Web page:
Hardy’s proof of these constant frequencies for humans, a diploid species that receives two complete sets of chromosomes from its parents, is as follows[1][4]:

If parental genotypic proportions are p AA: 2q Aa: r aa, then the offspring’s would be (p + q)2: 2(p + q)(q + r): (q + r)2. With four equations (the three genotype frequencies and p + 2q + r = 1) and three unknowns, there must be a relation among them. ‘‘It is easy to see that . . . this is q2 = pr” 

Which is then broken down as:

q =(p + q)(q + r) = q(p + r) + pr + q2

Then to:

q2 = q(1- p – r) – pr = 2q2 – pr     ——->   q2 = pr

In order to fully account for the population, the gf and af must sum to 1. And, since each subsequent generation will have the same number of genes, the frequencies remain constant and follows either a binomial or multinomial distribution.

One important thing to keep in mind, however, is that almost every population is experiencing some form of evolutionary change. So, while HWE shows that the frequencies don’t change or disappear, it is best used as a baseline model to test for changes or equilibrium.

When using the Hardy-Weinberg theorem to test for equilibrium, researchers divide the genotypic expressions into two homozygous events: HHο and hhο. The union of each event’s frequency ( f ), is then calculated to give the estimated number of alleles (Nf). In this case, the expression for HWE could read something like this:

Nf = f(HHο)  f(hhο)

However, another way to view this expression is to represent the frequency of each homozygous event as single variable, i.e. p and q. Using p to represent the frequency of one dominant homozygous event (H) and q to represent the frequency of one recessive homozygous event (h), gives the following: p = f(H) and q = f(h). It then follows that p² = f(HHο) and q² = f(hhο). By using the Rule of Addition and Associative Property to calculate the union of the two event’s frequencies, we are left with F = (p+q)². Given that the genotype frequencies must sum to one, the prevailing expression for HWE emerges when F is expanded:

Fp² +2pq + q² = 1

Using this formula, researchers can create a baseline model of P’ and then identify evolutionary pressures by comparing any subsequent frequencies of alleles and genotypes (F) to F. The data can then be visually represented as a change of allele frequency with respect to time.

HWE represents the curious situation that populations experience when their allele frequencies change. This situation is realized by first assuming complete dominance, then calculating the frequency of alleles, and then using the resultant number as a baseline with which to compare any subsequent values. Although there are some limitations on how we can use HWE—namely, identifying complete dominance, the model is very useful in identifying any evolutionary pressures a population may be experiencing and is one of the most important principles in population genetics. Developed, in part, by G.H. Hardy, it connected two key theories: the theory of inheritance and the theory of evolution. Although, mathematically speaking, his observation/discovery was almost trivial, Hardy provided the mathematical rigor the field sorely needed in order to see that the genotypes didn’t completely disappear and, in turn, forever changed the way we view the fields of biology and genetics.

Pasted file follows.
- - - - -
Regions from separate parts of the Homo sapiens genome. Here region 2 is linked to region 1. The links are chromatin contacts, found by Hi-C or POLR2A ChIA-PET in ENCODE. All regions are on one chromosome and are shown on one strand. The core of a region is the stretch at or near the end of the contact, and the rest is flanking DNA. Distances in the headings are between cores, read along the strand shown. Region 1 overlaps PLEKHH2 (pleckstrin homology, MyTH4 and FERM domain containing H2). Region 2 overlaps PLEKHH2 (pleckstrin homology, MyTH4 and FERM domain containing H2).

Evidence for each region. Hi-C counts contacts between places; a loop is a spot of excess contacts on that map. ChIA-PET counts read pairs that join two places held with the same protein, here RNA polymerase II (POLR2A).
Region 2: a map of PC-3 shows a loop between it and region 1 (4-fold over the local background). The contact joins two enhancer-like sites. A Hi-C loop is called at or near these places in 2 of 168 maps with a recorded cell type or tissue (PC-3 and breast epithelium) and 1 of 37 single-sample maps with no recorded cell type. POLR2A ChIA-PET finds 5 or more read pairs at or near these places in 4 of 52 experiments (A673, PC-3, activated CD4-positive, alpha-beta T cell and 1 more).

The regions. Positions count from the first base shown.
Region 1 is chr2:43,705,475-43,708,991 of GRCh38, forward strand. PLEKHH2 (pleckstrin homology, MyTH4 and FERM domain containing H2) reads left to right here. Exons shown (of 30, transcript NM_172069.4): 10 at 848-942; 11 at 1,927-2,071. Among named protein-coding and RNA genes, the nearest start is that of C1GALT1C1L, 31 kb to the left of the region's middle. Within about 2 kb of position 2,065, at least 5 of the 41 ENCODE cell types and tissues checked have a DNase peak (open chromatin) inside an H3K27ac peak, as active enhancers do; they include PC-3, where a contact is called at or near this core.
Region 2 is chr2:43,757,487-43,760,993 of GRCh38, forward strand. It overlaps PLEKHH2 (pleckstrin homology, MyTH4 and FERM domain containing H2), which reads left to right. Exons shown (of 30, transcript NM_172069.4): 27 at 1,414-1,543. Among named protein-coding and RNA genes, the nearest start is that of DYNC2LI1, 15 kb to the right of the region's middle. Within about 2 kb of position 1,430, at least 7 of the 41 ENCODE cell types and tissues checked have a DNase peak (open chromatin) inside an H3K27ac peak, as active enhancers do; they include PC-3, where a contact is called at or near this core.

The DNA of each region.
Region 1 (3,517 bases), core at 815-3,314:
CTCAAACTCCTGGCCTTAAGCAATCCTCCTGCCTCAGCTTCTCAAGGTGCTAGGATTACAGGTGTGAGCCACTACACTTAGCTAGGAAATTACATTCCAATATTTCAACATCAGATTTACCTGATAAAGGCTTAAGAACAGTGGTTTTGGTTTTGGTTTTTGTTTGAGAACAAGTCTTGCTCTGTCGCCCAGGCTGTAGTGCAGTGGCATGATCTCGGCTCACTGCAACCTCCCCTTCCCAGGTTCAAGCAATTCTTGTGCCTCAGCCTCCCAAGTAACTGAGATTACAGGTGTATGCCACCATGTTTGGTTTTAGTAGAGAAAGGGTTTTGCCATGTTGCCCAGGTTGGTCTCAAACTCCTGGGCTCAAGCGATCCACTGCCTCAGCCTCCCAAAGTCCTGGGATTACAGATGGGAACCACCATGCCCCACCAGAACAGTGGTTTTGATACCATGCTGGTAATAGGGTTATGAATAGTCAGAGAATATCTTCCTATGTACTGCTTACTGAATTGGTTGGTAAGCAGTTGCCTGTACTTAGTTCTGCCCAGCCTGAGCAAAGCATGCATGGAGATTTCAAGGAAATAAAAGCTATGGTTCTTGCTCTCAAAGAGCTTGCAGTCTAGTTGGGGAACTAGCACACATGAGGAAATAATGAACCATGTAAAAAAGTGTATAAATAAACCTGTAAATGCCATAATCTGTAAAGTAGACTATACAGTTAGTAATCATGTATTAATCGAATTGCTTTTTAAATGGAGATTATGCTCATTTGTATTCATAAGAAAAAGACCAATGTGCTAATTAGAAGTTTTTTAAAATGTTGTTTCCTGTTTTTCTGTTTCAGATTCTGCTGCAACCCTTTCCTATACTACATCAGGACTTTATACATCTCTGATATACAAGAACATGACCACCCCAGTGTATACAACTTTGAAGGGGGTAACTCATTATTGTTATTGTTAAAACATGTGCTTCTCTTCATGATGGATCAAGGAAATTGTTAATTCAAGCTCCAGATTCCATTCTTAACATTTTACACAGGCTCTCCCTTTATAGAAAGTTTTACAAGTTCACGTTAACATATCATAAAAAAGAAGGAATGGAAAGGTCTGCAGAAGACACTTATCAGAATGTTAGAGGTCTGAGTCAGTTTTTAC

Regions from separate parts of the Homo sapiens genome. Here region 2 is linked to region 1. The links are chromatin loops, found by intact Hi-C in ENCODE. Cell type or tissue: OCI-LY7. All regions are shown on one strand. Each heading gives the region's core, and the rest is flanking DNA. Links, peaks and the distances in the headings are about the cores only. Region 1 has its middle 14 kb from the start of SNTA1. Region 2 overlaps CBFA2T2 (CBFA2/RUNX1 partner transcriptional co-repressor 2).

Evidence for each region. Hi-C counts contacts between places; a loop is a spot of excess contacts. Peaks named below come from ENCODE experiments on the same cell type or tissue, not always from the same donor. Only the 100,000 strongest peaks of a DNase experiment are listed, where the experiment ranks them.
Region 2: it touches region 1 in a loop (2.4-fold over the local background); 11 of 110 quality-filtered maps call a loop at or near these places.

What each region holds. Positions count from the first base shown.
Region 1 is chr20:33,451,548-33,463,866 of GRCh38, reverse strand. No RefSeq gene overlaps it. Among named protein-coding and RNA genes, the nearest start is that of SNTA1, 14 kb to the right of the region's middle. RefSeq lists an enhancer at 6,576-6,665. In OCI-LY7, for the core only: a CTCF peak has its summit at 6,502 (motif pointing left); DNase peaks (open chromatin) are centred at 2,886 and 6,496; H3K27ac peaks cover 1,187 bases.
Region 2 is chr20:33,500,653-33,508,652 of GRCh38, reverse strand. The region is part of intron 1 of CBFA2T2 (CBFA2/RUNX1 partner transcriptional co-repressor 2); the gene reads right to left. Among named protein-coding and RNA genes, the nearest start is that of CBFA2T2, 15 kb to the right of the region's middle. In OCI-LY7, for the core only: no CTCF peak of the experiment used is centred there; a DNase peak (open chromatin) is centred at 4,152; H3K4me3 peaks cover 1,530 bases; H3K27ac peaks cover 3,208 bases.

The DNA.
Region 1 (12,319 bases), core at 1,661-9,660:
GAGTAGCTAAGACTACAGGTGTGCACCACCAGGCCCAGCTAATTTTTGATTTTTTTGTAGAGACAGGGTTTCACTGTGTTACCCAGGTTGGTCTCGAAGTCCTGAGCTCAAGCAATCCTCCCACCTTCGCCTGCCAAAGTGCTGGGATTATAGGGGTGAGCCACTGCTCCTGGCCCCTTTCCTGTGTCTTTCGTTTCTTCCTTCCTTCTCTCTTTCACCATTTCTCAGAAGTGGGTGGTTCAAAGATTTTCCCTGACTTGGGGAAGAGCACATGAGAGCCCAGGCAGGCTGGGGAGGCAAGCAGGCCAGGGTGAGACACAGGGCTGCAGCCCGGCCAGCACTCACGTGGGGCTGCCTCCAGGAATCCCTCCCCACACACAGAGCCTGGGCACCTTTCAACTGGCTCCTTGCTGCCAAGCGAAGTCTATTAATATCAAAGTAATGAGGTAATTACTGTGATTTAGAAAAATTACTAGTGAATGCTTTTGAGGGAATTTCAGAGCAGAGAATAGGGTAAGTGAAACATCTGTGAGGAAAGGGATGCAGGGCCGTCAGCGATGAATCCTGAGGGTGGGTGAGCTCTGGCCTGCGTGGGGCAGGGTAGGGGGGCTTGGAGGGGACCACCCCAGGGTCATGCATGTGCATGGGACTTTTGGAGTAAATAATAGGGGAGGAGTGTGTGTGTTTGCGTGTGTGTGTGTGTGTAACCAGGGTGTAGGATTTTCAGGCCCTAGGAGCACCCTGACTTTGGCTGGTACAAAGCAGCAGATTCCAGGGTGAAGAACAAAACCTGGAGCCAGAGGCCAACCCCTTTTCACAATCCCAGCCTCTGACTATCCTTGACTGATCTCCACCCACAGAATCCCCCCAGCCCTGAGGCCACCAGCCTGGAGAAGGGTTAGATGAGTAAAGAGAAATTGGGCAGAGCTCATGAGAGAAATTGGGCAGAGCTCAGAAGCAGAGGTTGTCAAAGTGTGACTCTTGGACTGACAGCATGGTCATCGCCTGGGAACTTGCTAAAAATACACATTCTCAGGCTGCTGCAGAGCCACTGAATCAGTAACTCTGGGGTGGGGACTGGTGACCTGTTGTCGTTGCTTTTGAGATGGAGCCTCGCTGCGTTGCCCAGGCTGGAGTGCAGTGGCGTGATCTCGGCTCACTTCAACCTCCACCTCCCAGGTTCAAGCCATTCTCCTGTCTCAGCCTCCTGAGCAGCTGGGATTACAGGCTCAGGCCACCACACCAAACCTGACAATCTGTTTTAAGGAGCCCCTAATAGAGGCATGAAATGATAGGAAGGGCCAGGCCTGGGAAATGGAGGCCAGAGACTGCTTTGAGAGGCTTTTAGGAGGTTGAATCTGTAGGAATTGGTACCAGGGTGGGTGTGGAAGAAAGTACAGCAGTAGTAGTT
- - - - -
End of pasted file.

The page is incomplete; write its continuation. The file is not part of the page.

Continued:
Sources:

  1. Edwards, A. W. F. “GH Hardy (1908) and Hardy–Weinberg Equilibrium.”Genetics3 (2008): 1143-1150.
  2. Edwards, Anthony WF. Foundations of mathematical genetics. Cambridge University Press, 2000.
  3. Guo, Sun Wei, and Elizabeth A. Thompson. “Performing the exact test of Hardy-Weinberg proportion for multiple alleles.” Biometrics(1992): 361-372.
  4. Hardy, Godfrey H. “Mendelian proportions in a mixed population.” Science706 (1908): 49-50.
  5. Hardy, G. H., & Snow, C. P. (1967). A mathematician’s apology. Reprinted, with a foreword by CP Snow. Cambridge University Press.
  6. Pearson, Karl. “Mathematical contributions to the theory of evolution. XI. On the influence of natural selection on the variability and correlation of organs.”Philosophical Transactions of the Royal Society of London. Series A, Containing Papers of a Mathematical or Physical Character(1903): 1-66.